Standing out from the pack of noobies is “very challenging,” Ehrlich said, “but once you hit a critical point where enough people know who you are, it is easy to identify what the issues are and actually hit a couple of singles and doubles. If you’re hitting the three-year mark, and you’re actually growing… you’re probably within the 90th-plus percentile. And I do think it will get harder and harder for firms to actually meaningfully scale up from scratch.”
But even national behemoths with the capital and brand name often meet their match in New York. The city’s residential graveyard is full of national powerhouses that flamed out here, such as Coldwell Banker, which teamed up with Neil Binder’s Bellmarc Realty but made a hasty exit when Bellmarc imploded. Others, such as William Raveis, are still operating in New York but haven’t made a dent.
One sign of progress is scoring exclusive listings, which require landlords, sellers and developers to believe that a new firm can actually make things happen and will be around for long enough to close a deal.
For Karla Saladino, who founded Mirador Real Estate in 2013, working directly with developers was the best way to establish the business. Her company partnered with Scott Solomon, CEO of Pan Am Equities, the development and property management firm backed by the Manocherian family. Pan Am Equities’ website states that the company works exclusively with Mirador on leasing assignments.
Mirador is not Saladino’s first go at this. She formed her first brokerage, SDB Residential Real Estate, in 2004 with an equal partner, a move she does not recommend. SDB was folded into Mark David & Co.
“Mom calls it expensive grad school,” she said of her first firm.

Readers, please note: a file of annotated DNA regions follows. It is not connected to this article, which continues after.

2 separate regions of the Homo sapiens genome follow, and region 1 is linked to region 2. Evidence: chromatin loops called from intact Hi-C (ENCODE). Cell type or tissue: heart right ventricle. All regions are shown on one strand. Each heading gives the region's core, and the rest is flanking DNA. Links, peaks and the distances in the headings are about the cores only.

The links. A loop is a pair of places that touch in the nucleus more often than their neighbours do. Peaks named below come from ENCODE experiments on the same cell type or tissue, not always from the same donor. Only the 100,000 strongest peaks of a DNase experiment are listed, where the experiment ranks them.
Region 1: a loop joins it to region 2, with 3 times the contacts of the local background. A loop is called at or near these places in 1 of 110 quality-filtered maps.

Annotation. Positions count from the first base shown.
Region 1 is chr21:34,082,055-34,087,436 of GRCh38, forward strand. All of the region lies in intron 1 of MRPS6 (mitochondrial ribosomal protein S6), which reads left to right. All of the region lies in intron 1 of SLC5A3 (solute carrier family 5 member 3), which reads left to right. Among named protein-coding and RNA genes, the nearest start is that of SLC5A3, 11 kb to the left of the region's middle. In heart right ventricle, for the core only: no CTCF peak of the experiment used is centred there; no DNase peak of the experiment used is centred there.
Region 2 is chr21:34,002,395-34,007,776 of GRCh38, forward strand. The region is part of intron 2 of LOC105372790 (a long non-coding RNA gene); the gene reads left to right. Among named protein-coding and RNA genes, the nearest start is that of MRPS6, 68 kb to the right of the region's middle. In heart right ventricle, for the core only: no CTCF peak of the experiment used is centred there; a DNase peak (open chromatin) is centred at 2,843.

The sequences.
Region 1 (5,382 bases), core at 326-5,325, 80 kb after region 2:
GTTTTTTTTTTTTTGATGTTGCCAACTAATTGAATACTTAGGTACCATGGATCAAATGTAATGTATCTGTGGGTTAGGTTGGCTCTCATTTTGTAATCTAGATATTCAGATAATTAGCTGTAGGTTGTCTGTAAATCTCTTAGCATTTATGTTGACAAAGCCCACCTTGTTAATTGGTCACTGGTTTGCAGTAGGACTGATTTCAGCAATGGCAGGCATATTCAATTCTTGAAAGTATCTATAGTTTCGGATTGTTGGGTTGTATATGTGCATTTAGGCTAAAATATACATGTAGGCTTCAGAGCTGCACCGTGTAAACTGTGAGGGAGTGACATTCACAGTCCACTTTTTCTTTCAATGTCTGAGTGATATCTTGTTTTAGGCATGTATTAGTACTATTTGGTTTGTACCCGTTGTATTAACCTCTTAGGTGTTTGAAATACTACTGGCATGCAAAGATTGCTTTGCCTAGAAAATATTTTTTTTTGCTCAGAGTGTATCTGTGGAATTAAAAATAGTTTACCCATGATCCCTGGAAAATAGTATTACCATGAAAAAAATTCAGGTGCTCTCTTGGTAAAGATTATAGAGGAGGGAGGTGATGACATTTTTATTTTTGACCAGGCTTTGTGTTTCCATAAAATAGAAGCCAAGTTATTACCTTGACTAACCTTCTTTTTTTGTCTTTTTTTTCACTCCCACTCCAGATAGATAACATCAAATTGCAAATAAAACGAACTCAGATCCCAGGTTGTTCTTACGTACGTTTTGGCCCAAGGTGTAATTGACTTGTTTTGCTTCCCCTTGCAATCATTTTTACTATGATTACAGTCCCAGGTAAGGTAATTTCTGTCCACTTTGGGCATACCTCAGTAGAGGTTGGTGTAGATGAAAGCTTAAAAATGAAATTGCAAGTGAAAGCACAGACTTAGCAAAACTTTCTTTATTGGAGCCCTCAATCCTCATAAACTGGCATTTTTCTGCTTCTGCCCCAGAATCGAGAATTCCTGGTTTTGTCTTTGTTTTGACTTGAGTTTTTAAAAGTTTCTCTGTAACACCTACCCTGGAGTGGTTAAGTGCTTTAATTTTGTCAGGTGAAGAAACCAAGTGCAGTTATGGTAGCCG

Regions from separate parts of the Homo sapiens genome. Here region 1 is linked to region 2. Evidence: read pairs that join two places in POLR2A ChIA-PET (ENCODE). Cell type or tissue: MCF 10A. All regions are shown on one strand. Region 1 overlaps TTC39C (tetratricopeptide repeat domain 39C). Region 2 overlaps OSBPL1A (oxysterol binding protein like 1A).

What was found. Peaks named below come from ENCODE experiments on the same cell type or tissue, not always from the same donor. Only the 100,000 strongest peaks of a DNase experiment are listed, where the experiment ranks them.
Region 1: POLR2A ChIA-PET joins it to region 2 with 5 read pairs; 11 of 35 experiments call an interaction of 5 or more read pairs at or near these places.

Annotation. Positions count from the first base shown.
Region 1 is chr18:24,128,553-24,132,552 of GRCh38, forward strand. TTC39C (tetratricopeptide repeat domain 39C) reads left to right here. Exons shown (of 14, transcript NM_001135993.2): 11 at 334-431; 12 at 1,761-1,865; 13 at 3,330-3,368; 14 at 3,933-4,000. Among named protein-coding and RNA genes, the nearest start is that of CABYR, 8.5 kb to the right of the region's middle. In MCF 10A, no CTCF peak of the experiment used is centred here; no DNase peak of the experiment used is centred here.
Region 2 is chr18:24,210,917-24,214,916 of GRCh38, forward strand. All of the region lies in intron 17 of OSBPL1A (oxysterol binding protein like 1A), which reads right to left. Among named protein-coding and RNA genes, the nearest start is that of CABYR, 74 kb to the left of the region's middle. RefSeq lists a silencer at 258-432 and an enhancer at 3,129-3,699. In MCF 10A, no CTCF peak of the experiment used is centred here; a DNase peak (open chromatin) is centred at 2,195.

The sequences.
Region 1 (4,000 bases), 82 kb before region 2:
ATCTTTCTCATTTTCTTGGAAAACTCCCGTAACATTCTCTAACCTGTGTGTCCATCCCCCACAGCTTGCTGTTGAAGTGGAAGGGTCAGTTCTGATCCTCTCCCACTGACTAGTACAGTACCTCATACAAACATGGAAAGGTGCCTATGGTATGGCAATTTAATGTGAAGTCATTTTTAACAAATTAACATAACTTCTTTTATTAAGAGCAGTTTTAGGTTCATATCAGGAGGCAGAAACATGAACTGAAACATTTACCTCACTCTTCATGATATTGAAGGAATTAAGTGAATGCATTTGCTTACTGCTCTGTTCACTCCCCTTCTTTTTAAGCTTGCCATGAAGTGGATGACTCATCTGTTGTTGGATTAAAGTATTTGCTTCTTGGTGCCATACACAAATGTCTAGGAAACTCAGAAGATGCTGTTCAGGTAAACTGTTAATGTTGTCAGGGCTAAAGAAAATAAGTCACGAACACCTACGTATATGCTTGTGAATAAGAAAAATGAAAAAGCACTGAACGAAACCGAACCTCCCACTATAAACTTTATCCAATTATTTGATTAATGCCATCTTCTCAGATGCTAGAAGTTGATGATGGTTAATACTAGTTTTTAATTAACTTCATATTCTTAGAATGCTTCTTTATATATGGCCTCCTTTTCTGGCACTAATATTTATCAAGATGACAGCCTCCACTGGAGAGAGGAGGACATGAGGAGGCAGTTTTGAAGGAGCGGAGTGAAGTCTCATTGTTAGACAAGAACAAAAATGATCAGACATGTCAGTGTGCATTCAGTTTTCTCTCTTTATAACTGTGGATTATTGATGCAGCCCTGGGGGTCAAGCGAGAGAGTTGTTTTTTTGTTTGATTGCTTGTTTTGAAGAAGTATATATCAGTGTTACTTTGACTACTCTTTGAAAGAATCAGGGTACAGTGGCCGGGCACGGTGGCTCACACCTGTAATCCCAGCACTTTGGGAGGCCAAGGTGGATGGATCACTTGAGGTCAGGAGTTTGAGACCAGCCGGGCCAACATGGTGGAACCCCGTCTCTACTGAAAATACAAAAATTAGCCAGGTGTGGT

Fight or flight
Being a successful broker at a big firm does not automatically mean you’ll get the same traction on your own, Saladino warned. And there are costs, such as Real Estate Board of New York membership dues and licensing fees, that brokers often overlook.
“I’ve spoken to countless agents who work at Elliman … who say ‘well, I go and get my own exclusives.’ And I say, ‘well, yeah, but you’re let in the door because Elliman is investing XYZ in the marketing to get you that brand recognition,’” Saladino said.
Smaller firms sometimes decide to agree to be bought up by the bigger players. In November, Bond New York acquired Harlem-based Absolute Properties. In 2015, Citi Habitats acquired Brooklyn specialist aptsandlofts, which was founded by David Maundrell in 2002. The following year, Citi Habitats picked up Miron Properties, a seven-year-old firm founded by Jeff Schleider. Representatives for Citi Habitats declined to comment.
For Jason Haber, who started Rubicon Property in 2010 and sold it to Warburg Realty in 2014, moving on from the business was about practicalities. “I was realistic about it,” said Haber, who started the business with his own funds and first ran it with his brother from his living room. “In 2014 I was concerned about the market contracting, in terms of the inventory count, which it did. As a small firm, you have to say, ‘well, if you have two bad quarters in a row you could be in trouble.’”
Mirador has absorbed brokerages in the past, one of which Saladino likened to an “injured giraffe on the Serengeti.” In most cases, Saladino said, the owners quickly realized they were running out of gas.
“We didn’t even purchase them, we just absorbed the talent,” she said. “There’s really nothing to buy.”
In November, Saladino said Mirador was in talks to acquire UpNext Real Estate, a Soho-based brokerage founded by Miron Properties alumnus Gary Posylkin. When asked about the status of the deal in January, however, sources close to Mirador said it was dead, though Posylkin will be joining the firm. Posylkin did not respond to requests for comment.
Still, the founders of brokerages that have stayed in the game say that while the challenges are enormous, the payoffs can be big, too.
“There’s a lot of buildings in the city that we live in,” said Barrocas. “There’s enough room for everybody to get what they deserve.”